REVIEW OF BENJAMIN FRANKLIN: A BIOGRAPHY IN HIS OWN WORDS
When Benjamin Frankilin was 22 years old, in 1728, he wrote his own epitaph: "The body of Benjamin Franklin, Printer (like the cover of an old book, its contents torn out and stripped of its lettering and gilding), lies here, food for worms; but the work shall not be lost, for it will (as he believed) appear once more in a new and more elegant edition, revised and corrected by the Author" (Bartletts 117). Clearly, he has not been forgotten. Benjamin Franklin is in fact one of the most famous names in American History. He was born in Boston in 1706 and when he was 17, moved to Philadelphia to work as a printer. In the course of his life he was a statesman, printer, publisher, scientist, writer, and one of the Founding Fathers of America.
His reputation in Philadelphia grew because of his wit and commonsense philosophy, especially as expressed in Poor Richard's Almanack. Also interested in science, Franklin is credited with a famous experiment which proved the presence of electricity in lightning -- he flew a kite in a thunderstorm to test his theory. Dedicated to expanding human knowledge in all areas, in 1751 he helped establish the present University of Pennsylvania. During this time he also served as deputy postmaster general of the colonies (from 1753 to 1774).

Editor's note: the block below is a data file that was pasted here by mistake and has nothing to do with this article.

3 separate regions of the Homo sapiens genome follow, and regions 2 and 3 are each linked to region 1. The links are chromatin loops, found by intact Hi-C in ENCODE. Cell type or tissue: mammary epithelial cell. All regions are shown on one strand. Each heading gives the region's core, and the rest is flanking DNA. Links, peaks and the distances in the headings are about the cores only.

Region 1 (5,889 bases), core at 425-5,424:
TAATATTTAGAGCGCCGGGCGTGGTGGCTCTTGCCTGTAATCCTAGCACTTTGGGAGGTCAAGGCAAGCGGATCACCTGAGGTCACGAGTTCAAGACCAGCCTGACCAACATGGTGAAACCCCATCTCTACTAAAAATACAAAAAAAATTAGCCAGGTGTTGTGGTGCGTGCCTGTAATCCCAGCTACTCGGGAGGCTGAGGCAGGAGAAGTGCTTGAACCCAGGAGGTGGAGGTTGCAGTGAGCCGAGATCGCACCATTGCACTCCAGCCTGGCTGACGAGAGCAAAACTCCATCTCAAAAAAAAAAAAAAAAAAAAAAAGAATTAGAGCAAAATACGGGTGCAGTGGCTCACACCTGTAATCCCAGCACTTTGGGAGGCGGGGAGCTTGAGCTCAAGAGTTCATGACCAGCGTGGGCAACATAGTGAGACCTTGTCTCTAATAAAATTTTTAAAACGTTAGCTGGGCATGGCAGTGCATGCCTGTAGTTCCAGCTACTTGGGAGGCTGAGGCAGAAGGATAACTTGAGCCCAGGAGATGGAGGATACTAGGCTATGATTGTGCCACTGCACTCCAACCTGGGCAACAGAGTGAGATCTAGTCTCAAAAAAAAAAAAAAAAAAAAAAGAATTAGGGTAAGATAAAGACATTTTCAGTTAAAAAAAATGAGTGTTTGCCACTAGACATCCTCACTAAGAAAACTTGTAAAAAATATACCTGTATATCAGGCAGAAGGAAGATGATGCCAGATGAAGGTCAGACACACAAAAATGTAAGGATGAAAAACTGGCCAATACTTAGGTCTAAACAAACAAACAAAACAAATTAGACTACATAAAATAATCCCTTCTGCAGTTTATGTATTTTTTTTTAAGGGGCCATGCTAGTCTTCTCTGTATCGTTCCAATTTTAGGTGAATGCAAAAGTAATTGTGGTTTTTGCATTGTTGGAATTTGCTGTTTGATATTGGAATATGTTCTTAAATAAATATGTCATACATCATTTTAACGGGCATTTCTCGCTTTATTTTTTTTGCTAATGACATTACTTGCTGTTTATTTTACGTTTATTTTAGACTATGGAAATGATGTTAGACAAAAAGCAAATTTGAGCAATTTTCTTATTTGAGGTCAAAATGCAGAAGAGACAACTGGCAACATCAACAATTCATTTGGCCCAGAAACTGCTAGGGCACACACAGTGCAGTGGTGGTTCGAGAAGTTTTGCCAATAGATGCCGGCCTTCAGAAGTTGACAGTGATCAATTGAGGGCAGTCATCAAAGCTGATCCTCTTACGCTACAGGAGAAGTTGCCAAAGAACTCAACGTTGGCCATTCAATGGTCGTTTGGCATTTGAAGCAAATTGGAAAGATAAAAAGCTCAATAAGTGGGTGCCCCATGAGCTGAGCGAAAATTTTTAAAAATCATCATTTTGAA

Also while serving as postmaster general, Franklin proposed a plan of union for the colonies at the Albany Congress in 1754. He helped draft the Declaration of Independence which he signed. During the American Revolution he was a successful American agent in France and was appointed as a commissioner to negotiate the peace with Britain.
The main concept behind this book is that since Benjamin Franklin never finished his autobiography, the "biographical" technique would be used with one major modification; instead of a constant third-person narrative which is the standard biographical appr...